As to disagreement, that depends on how far you go. If you simply disagree, but you keep your opinion to yourself, I don’t see any sin. You’re not trying to get others to rebel against the Church and you’re not rebelling. If you go to the other extreme, far extreme, and you promote laws in your community that discriminate against non Catholics, just because they gather to have services, then you are in serious moral trouble. That is a mortal sin. You are deliberately, knowingly and freely trumping the Church’s rules.

I am completely with you that we must obey the Church.

Let me pose another example. Let’s say I lived back at the time of Pope Innocent III and thought he was wrong to seek the extermination of the French Cathars. Pope Innocent III spoke to the French king to get his support and tried to rally all the French to turn in Cathars and destroy them.

I spoke up and said I thought he was wrong, but I did not call on any Catholics to disobey his rule of justice by sheltering the Cathars or protecting them. I did not call on Catholics to disobey in any way, but merely stated publicly that I disagree. Would I have committed a sin of disobedience in this act, saying I think he’s wrong? Is this an opinion I should instead have kept entirely to myself?

Again, another series of very good questions. I’ll try my best. Some of these questions I can answer from my own area of theology, Mystical Theology.

Religious freedom has to be included in every nation’s constitution, because it was present from the moment of creation. God created Adam in his image and likeness. He gave to Adam a free will. No national or ecclesial law has the right to overrule what God put into creation. Hense, this answers the question about inherent right. Man does have a natural right to make choices. He will make good ones and bad ones. He will receive blessings for the good choices and consequences for the wrong choices. But his freedom to choose is never taken away by God. Therefore, it cannot be taken away by man. However, man does not have to facilitate wrong choices. If people are going to make wrong choices, we don’t have to make it the law of the land. A good example here is the abortion debate. Man has the freedom to choose abortion. It is the wrong choice and wil have very serious consequences. But we cannot take way his freedom. However, we cannot facilitate the sin by making it the law of the land that we will support the sin in any way.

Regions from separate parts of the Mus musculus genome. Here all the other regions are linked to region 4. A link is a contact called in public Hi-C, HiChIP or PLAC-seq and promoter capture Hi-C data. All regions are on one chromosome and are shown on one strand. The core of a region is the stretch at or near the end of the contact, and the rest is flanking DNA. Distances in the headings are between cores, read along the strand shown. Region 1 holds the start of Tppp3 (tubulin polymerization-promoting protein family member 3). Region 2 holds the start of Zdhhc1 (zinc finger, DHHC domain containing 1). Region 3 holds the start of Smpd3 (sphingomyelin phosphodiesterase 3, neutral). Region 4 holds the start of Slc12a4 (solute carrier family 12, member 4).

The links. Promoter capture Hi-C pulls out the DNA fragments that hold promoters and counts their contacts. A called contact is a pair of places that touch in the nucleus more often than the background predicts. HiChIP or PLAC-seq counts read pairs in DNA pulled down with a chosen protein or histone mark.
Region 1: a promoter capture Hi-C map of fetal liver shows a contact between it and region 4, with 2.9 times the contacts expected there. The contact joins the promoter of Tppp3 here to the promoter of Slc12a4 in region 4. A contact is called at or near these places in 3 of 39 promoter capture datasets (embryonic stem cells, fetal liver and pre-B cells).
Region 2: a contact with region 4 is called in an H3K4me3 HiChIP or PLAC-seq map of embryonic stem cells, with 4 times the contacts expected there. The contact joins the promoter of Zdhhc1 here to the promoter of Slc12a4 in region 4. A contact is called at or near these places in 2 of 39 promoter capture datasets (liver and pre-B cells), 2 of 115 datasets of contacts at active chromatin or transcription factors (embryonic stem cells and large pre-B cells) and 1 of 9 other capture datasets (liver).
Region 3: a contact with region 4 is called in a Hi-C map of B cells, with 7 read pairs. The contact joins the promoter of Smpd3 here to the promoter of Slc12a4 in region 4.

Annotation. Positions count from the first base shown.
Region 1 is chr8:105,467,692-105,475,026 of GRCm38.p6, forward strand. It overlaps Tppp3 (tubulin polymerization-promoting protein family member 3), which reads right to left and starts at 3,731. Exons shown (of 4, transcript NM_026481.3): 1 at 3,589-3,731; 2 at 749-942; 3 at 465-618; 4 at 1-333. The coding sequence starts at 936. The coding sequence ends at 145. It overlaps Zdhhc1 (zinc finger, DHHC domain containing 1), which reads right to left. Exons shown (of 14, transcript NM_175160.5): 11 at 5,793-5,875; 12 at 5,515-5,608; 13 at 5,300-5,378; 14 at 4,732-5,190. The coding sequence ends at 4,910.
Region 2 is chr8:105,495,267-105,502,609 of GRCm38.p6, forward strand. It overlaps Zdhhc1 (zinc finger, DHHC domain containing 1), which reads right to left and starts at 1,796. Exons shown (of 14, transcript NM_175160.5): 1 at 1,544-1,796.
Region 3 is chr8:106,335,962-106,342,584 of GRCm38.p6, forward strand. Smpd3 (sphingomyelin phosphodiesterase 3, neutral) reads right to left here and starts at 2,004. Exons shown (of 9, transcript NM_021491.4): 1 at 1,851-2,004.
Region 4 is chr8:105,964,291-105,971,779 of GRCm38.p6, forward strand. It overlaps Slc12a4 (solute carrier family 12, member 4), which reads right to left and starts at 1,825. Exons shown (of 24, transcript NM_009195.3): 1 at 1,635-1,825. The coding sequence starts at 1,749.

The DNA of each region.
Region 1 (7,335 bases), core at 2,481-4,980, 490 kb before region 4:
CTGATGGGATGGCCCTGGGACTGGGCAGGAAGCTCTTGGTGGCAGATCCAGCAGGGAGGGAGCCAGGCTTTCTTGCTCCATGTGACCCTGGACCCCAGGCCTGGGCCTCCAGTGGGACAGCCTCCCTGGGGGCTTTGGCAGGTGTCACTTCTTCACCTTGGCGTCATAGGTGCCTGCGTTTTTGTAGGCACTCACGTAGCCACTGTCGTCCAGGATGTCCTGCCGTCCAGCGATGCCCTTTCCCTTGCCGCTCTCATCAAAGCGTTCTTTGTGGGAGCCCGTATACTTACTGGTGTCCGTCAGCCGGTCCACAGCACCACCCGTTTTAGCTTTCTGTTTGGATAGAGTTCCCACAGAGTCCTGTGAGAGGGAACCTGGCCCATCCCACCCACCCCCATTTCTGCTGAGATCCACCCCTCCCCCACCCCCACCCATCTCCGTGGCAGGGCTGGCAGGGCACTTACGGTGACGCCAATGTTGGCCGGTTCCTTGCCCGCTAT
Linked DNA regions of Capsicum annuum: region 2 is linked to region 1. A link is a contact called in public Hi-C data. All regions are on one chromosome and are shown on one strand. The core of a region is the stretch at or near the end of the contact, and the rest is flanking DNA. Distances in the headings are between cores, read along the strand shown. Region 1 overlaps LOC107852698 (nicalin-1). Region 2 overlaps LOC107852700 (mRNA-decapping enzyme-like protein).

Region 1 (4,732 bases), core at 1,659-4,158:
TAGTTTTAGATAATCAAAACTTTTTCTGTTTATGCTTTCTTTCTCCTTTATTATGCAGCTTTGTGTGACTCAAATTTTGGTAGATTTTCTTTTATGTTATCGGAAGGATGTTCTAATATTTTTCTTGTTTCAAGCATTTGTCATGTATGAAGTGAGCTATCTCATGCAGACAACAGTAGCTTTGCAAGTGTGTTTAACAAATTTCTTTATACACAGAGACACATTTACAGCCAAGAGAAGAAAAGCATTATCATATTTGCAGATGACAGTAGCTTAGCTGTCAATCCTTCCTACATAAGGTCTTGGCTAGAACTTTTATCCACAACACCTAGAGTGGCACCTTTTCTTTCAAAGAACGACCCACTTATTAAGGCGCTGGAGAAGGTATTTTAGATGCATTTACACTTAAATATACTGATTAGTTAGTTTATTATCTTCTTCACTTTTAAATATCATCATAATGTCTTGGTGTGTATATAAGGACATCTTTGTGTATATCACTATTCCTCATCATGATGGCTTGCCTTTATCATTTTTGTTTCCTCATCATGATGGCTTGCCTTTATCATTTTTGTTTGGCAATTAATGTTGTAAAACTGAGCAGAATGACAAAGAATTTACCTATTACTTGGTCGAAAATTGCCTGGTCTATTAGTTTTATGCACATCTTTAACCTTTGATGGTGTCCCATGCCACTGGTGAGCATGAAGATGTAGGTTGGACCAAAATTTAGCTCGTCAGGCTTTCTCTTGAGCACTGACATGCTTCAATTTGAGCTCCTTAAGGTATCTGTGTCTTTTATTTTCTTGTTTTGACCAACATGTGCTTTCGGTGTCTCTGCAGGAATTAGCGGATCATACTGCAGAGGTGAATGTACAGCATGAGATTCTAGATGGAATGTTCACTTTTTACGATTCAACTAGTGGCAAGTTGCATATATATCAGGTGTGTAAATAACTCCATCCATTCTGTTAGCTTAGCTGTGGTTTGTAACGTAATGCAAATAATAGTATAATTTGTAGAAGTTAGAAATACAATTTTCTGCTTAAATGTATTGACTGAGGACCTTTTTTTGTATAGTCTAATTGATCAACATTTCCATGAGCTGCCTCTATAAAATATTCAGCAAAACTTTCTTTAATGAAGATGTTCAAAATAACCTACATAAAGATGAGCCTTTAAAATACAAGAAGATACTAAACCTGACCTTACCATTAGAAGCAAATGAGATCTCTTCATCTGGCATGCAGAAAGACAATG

When you apply this to religious freedom it boils down to this. The state does not have the right to tell its citizens how to live their faith. However, the state cannot assume the right to protect an erroneous faith, such as is the case in many Muslim countries where everything that is not Islam is prohibitted. In that case, the state is not protecting the inherant right of man to choose between right and wrong. The state is choosing wrong for the citizen. That’s contrary to what God created in Genesis. God created a man who has to make his own choices and live by the consequences. We see this very cleary with Adam and with Cain. Because Adam and Cain made the wrong choices God did not take away their free will. This is what the document is talking about when it uses the term “inherant right.” These are choices that man has the right to make without coercion and without civil consequences. Therefore, in a Communist state like China, where the government allows for the Chinese National Church, but no other, the state is interfering with man’s inherant right. It is making choices for man and imposing them.

I don’t agree because I think it’s an intrinsic right but because I think it’s a practical necessity. However, I certainly wouldn’t defy the Church’s command and lobby for discriminatory laws.

All forms of discrimination are sinful. We would be commiting a sin to achieve an end. You can’t achieve the conversion of man through sinful laws. There is a fundamental principal in Mystical Theology. The union between the soul and the Divine is a free act of the soul and of the Divine God-head. We cannot force the individual soul to seek this union and we cannot force God to do so either. Both have to be free to act independently.